A vacuum car, also called a “Vaktrak.” Courtesy of Ishaan Dalal.
If you sometimes feel like the tracks on some subway stations in New York City are straight up gross, there seems to be a reason for that. Although the MTA’s goal is to clean the tracks every three weeks, a recent report from the New York City’s comptroller’s department discovered that some stations were only cleaned once in the last 12 months. That means the fun vacuum train (also known as the Vaktrak) is quite as rare of a sighting as we thought it was. On the other hand, rats might serve a rather useful purpose after all.
NYC’s Flatiron Building on Île de la Cité with the Pont Neuf in Paris
You may remember one of the early Fun Maps that we made, What If Manhattan Were Like Paris? where we superimposed the Hausmannian street grid of Paris onto Manhattan (retaining Central Park for orientation). Now, in Haussmanhattan Luis Fernandes has taken the concept to cityscapes using vintage photography. We’re not surprised Fernandes is both an architect and photographer, as the ties between the two cities have endless possibilities for comparisons, whether in graphic design, illustration, video, photography or more. And we’re honored that he did a reversal of What If Manhattan Were Like Paris? too!
In this series of photos, we’ll break down exactly parts of the urban fabric he pulled from both cities and the famous buildings you’ll see:
We’ve made a big update to our long-running tour of the Woolworth Building with even more behind-the-scenes access than before! On August 12th and September 16th, Untapped Cities will offer an hour-long tour of the normally off-limits Woolworth Building which will feature not only a visit through the stunning lobby but also an exclusive walk through the massive basement levels. On this tour of the underbelly of the Woolworth Building, you’ll get a complete picture of the engineering feat and aesthetic masterpiece that the skyscarper is. With access to locations not normally included on any other public tour, this behind the scenes look at the underpinnings of one of NYC’s most important historic landmarks is only available exclusively through Untapped Cities. Tickets are limited in number.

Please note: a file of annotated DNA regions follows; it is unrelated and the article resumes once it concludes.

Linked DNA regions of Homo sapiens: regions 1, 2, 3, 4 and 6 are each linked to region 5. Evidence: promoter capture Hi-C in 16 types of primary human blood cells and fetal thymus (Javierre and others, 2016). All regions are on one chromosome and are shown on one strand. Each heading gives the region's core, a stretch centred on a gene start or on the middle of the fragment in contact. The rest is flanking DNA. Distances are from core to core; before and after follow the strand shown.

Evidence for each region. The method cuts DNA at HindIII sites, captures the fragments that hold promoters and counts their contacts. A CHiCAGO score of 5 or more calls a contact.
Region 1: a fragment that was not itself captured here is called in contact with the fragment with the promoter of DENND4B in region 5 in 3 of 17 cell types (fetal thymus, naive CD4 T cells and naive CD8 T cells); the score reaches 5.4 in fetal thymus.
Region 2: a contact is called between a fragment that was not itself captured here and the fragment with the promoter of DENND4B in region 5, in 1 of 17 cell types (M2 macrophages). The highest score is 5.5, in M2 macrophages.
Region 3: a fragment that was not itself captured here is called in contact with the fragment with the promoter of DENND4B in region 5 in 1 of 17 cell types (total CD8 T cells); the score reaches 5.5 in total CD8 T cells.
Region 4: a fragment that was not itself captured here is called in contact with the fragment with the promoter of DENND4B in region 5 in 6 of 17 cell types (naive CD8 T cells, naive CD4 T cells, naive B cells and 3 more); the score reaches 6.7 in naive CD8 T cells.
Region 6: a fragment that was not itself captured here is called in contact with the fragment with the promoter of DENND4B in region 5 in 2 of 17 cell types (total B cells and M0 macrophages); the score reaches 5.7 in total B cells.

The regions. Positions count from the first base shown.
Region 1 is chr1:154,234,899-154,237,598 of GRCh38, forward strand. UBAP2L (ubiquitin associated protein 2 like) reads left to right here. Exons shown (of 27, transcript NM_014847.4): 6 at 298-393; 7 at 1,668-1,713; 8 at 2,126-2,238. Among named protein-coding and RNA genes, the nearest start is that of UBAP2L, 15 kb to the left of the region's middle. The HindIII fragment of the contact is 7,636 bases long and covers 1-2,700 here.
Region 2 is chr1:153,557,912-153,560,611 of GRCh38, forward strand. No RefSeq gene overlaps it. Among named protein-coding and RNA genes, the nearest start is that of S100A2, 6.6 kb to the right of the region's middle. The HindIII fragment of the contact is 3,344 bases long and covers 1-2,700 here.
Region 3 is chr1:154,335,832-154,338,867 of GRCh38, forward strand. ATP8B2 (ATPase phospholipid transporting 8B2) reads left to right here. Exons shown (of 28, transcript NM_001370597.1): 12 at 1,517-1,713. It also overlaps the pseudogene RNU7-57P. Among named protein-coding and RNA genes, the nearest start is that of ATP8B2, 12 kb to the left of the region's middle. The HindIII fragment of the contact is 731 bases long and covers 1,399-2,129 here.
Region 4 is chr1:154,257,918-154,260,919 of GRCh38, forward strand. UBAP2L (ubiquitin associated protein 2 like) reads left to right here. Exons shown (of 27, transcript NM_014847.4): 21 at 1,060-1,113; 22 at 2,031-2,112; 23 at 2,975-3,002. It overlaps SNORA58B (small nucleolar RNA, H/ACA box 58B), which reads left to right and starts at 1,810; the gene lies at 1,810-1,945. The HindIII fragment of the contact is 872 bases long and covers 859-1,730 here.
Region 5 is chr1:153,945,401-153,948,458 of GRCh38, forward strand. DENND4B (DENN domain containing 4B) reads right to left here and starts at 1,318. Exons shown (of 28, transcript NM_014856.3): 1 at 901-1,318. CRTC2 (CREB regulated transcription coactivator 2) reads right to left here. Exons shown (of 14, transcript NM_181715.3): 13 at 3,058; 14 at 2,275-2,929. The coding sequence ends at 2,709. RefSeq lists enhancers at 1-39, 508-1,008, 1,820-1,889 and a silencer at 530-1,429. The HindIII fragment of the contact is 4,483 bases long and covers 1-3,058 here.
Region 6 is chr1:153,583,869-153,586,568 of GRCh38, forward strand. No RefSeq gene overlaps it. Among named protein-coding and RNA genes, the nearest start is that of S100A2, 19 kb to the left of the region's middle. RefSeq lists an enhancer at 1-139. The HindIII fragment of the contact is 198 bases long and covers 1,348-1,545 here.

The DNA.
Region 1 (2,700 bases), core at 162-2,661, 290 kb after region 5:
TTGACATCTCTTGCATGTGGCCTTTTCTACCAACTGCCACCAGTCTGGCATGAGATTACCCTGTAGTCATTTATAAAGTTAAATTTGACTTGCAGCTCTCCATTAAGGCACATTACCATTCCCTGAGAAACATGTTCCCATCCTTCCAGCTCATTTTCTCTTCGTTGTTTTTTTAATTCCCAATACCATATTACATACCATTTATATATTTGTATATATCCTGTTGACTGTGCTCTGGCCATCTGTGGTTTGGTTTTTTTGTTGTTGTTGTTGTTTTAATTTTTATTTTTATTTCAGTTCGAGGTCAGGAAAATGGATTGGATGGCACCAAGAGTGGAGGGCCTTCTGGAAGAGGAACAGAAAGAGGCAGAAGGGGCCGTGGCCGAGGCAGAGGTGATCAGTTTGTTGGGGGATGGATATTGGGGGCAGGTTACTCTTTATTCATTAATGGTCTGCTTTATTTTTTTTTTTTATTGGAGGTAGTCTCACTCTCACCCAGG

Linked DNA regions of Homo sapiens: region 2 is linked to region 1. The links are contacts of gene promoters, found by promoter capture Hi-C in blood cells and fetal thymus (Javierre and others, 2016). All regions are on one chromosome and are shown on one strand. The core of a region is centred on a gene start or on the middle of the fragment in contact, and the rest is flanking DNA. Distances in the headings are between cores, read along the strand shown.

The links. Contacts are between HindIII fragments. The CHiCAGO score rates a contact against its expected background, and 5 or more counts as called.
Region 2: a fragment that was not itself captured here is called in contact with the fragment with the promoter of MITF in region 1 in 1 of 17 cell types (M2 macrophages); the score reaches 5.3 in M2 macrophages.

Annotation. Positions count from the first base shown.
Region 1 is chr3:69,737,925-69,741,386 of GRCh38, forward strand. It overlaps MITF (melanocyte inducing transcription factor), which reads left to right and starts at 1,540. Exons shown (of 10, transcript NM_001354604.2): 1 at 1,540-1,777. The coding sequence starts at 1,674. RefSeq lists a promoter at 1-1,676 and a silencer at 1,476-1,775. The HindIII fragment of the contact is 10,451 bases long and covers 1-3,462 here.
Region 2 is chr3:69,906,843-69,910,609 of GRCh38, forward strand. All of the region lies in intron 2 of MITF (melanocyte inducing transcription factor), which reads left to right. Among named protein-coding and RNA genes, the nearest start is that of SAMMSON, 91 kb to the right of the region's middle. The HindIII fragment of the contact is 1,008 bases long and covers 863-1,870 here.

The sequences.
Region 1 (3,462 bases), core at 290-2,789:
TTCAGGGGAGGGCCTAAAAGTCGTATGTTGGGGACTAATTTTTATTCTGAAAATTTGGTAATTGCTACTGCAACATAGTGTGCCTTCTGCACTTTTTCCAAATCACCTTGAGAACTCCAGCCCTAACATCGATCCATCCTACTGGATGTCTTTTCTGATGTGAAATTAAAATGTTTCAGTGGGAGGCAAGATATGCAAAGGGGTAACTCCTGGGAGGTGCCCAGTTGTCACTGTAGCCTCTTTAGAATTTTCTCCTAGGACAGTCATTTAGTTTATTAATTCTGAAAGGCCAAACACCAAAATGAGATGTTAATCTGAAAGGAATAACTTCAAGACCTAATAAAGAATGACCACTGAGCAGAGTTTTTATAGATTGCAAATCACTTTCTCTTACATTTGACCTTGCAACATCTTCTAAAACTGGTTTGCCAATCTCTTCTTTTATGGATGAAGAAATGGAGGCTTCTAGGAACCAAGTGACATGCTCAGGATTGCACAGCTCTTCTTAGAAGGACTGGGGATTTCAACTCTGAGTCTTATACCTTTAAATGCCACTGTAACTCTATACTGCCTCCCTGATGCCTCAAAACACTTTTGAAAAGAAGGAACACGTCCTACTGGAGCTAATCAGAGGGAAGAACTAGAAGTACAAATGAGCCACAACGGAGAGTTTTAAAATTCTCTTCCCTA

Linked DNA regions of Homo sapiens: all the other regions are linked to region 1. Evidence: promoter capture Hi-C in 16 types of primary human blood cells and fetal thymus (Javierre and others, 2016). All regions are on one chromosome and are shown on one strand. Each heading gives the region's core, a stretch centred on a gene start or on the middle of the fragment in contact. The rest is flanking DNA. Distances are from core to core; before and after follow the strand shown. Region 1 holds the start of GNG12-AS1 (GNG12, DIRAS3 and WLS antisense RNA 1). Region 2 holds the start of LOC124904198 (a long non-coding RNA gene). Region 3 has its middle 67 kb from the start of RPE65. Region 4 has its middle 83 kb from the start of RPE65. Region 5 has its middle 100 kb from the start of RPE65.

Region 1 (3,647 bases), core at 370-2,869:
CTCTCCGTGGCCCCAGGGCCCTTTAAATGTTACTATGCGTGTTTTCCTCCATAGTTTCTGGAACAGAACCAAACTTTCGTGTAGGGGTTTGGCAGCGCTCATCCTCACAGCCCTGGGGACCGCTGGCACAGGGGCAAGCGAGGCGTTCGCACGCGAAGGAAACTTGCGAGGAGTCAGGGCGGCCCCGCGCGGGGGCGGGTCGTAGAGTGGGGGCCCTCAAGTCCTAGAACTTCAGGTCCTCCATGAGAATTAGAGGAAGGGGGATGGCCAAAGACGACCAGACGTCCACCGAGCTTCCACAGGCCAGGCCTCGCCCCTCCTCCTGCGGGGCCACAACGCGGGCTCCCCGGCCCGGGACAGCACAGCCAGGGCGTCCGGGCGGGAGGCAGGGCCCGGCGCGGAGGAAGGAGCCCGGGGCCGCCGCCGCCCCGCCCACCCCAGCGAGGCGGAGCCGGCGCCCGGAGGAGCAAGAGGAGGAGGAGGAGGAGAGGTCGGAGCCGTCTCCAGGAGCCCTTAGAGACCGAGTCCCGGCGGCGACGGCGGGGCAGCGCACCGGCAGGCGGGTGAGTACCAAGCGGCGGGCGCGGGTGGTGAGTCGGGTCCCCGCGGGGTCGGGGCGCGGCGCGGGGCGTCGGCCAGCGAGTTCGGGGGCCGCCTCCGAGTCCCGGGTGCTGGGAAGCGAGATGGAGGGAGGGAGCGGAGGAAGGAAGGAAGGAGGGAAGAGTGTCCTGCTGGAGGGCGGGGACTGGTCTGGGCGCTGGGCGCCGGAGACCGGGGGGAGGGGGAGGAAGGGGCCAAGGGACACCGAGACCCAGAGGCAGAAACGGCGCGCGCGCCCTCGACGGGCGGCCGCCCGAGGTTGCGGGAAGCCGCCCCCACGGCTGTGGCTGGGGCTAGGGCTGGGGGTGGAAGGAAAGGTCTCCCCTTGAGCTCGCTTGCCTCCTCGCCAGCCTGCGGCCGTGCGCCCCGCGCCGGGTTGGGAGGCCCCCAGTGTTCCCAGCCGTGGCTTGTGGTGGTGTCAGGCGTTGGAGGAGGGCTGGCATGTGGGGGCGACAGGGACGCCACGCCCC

The tour will be led Lisa Renz, a preservationist working directly on the Woolworth Building and Roy Suskin of The Witkoff Group who manages the building. In addition to a guided visit through the spectacular lobby, we will also visit the cellar level where the bank vault is located and where the former entrances to the subway are, the sub-cellar jam-packed full of machinery, and the boiler room, an immense space that one housed the engine room that once powered and lighted the building.
In our discussion of all the outdoor art to see in New York City this month and last, we were remiss not to include the bronze Bart Simpson sculpture on 6th Avenue in front of the News Corp. building. Depicting Bart as a superhero with cape, “Bartman” was made by the actress Nancy Cartwright who voices Bart himself on the hit cartoon. Originally made in clay, out of a suggestion by Cartwright’s son, Bartman in its bronze cast form has a twin at the University of Southern California. Both were installed as a celebration of The Simpsons’ 25th Anniversary.
American Museum of Natural History. Image via Wikimedia Commons
Today, we published a guest article on Refinery29 about New York City’s unsolved mysteries. Here’s an excerpt from one of our favorite mysteries in the list–the epic jewel heist at the American Museum of Natural History.
On October 29, 1964, two young thieves managed to break into the J.P. Morgan Hall of Gems and Minerals (now named after Harry Frank Guggenheim) at the American Museum of Natural History after hours to grab 24 priceless (and somehow uninsured) gems, including the Star of India (the world’s largest sapphire), the Midnight Star (the world’s largest black sapphire), and the De Long Star Ruby, considered the world’s most perfect ruby. The stones, in total, were worth the equivalent of approximately $3 million dollars today.
Photo by Nick Reale for Untapped Cities
It’s summer and New Yorkers know what that means: riding the subway can be unbearable from the heat. Plus, it involves other people–the inevitable moments you get crammed up into someone sweaty armpit or grab a glob of something unknown on the poles. The WNYC Data Team has been tasked on something quite timely. First, they’ve created a “Live Subway Agony Index” which we’ve embedded below and they’ve also created a guide to which subway cars are likely to be more hot (something key to know when faced with the choice of transfers).